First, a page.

Studio Unknown/PopMark Media's Confessions of a Small Working Studio—Secrets of Audio Post Survival

Jan 11, 2011 6:12 PM, By Lisa Horan and Kevin Hill

Tips from the Pros

photo of Bob Bronow

Re-recording mixer and sound designer Bob Bronow is pictured at work on the Discovery Channel’s The Deadliest Catch.

Survival Tip #2: Keep Heavy Duty Tools Handy
Pro mixers rely on myriad noise-reduction tools. For Bronow, the go-to software is the iZotope RX suite, which enables him to dig the dialog out of the audio as much as possible. “The whole story on Catch is what the guys are talking about, so I’ve got to be able to make sure it’s as clear as can be,” says Bronow. Easier said than done, as deckhands are being interviewed, cranes are moving overhead, and engines are chugging. “The beauty of the iZotope software is that it allows me to see a spectrogram of the sounds and different tones, remove the unwanted ones, and leave the dialog untouched.” The tool has become Bronow’s solution on many projects.

During the second season of the Discovery Channel program The Colony, for instance, a reality program that is set in what is supposed to be post-apocalyptic times, there were a number of extraneous sounds that threatened to undermine the integrity of the setting. “The second season was shot in a 10-acre area made up of destroyed buildings in New Orleans and featured contestants trying to survive by finding water, filtering it and providing for defense,” explains Bronow. The problem was, a guy who owned an ice cream truck got wind of the production schedule and came by every day, blasting his music loudly. Had Bronow not been able to use the spectral repair feature of iZotope to eliminate the happy “ice cream truck” music while keeping the dialog intact, many of the scenes would have been ruined.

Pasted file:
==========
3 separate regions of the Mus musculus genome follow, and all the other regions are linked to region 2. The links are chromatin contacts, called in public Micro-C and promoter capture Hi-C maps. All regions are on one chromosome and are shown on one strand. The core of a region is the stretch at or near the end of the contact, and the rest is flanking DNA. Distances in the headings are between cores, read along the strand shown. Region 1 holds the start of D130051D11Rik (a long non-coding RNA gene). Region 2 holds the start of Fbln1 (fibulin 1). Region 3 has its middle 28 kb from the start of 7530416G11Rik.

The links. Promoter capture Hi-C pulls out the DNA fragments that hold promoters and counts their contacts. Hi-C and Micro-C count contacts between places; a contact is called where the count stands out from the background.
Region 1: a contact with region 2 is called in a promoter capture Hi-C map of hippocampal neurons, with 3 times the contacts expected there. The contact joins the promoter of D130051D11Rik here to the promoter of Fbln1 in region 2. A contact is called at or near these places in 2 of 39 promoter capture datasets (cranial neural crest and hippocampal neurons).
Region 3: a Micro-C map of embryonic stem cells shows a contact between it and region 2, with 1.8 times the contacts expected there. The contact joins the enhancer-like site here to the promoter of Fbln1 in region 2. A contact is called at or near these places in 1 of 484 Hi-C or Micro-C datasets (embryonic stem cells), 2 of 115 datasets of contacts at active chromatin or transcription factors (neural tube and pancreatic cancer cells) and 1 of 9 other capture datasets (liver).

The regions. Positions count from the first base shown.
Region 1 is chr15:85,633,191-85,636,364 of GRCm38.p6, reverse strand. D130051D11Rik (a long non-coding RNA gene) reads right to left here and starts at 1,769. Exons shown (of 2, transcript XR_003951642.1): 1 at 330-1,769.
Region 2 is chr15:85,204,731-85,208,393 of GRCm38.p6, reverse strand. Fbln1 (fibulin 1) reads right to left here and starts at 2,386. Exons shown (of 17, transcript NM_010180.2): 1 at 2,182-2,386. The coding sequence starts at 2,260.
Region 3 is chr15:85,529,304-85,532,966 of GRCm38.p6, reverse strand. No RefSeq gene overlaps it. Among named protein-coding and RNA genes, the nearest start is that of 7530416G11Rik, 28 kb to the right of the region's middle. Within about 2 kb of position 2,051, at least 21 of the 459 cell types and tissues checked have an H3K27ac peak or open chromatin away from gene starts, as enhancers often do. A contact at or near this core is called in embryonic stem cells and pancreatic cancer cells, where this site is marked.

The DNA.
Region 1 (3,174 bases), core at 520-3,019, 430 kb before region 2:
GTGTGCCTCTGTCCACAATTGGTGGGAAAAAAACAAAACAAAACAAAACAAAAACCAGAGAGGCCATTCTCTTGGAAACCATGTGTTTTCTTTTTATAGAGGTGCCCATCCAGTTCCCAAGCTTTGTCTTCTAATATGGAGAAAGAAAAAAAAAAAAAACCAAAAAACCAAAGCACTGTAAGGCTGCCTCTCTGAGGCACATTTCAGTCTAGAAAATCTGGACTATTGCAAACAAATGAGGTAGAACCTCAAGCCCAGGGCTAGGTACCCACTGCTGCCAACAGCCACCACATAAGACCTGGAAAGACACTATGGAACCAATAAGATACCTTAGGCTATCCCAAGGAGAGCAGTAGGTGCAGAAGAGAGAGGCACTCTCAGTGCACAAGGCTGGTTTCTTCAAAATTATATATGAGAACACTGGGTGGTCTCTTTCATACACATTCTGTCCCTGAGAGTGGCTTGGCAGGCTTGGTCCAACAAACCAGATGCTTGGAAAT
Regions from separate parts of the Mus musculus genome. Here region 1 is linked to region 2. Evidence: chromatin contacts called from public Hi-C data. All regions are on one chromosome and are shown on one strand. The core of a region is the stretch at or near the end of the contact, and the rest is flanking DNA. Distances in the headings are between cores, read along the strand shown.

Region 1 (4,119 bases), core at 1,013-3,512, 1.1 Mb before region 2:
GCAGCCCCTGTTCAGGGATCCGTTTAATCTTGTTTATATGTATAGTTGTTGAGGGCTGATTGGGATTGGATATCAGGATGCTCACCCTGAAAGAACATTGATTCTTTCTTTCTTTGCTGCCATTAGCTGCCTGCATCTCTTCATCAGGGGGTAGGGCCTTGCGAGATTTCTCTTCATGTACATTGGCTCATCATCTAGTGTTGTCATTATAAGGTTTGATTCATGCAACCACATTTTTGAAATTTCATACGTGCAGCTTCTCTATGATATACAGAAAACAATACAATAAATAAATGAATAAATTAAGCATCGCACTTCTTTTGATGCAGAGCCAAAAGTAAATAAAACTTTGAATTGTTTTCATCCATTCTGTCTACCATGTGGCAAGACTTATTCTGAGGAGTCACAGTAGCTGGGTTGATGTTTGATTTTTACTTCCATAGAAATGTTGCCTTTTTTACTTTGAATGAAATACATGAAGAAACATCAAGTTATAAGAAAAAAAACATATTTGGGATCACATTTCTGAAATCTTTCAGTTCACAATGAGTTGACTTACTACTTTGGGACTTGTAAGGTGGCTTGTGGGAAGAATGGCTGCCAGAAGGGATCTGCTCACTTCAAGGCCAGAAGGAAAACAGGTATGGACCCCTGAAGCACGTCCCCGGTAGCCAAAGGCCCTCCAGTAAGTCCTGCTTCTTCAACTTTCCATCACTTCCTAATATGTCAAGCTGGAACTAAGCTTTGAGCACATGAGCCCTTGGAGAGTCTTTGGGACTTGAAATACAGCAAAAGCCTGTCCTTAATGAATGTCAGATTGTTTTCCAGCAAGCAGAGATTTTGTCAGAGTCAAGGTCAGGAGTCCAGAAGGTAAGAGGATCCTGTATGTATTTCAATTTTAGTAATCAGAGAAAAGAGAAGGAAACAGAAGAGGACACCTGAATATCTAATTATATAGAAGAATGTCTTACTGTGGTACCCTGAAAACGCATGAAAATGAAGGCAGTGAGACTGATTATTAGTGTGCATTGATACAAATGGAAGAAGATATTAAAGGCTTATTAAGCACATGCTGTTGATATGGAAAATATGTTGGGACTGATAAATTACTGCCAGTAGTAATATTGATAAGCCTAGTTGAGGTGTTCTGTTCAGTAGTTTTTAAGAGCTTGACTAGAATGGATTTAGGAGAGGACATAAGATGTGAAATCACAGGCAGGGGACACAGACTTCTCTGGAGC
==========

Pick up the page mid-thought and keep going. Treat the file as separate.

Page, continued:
Like Bronow, Taylor relies on the iZotope suite for cleaning up dialog, as well, but another of his favorite tools is the Waves Noise Suppressor (WNS). “I tend to use the RX2 for surgical noise reduction situations and WNS when I need to make broad, real-time corrections,” says Taylor. There are even occasions when the quality of the audio requires both to be used.

Survival Tip #3: Educate the Field Crew
While technology is available to clean up audio in post, of course, it’s always a better idea to collect clean audio to begin with. Even though sound designers are not on set, there are some suggestions they can make to field crew to help them obtain good quality audio that requires fewer cleanups. Below are several recommendations.

Promote the use of high quality gear: “You can be the most talented crew out there, but if you’re using equipment that is faulty, cheap or outdated, the audio you get will be reflective of that,” says Taylor. This is a phenomenon he’s experienced first-hand. "There was one instance in particular in which I was consistently getting bad audio from one of the best location teams I work with. After many phone calls and troubleshooting, we discovered the culprit to be an 'industry standard,' but horribly outdated mixer in the chain." Taylor decided to get proactive and purchase his own location kit that he could rent out to crews, with the hopes of alleviating these issues. The kit is based around Sound Devices 302 mixers and recorders and includes Tram™, RØDE, Lectrosonics and Sennheiser mics with full wind packages, 2-channel Sony D50, and Zoom H4N, H1 and H2. “Once the kit was used in the field, the quality was instantly boosted,” says Taylor.